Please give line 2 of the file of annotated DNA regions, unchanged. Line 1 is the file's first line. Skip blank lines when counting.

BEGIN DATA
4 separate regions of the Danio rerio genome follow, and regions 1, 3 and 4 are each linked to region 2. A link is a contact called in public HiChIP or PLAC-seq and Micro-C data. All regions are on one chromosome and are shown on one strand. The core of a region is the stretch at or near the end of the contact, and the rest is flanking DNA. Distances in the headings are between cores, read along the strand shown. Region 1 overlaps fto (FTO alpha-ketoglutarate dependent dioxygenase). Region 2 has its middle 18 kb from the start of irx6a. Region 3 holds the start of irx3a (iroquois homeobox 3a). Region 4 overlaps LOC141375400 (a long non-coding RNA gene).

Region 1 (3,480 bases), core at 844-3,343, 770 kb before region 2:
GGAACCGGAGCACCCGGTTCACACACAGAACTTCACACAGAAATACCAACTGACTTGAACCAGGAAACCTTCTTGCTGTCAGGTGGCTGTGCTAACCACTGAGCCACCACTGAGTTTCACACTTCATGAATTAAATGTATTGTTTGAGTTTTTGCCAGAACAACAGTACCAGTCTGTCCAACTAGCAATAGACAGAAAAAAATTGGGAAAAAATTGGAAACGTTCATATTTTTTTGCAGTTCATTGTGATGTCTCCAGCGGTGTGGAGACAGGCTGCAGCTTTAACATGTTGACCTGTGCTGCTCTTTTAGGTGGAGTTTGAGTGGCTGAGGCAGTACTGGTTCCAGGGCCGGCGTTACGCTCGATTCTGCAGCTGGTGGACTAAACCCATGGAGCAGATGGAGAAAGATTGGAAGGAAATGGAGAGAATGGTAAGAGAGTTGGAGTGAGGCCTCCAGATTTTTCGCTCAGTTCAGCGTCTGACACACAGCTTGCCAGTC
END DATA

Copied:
Region 1 (3,480 bases), core at 844-3,343, 770 kb before region 2: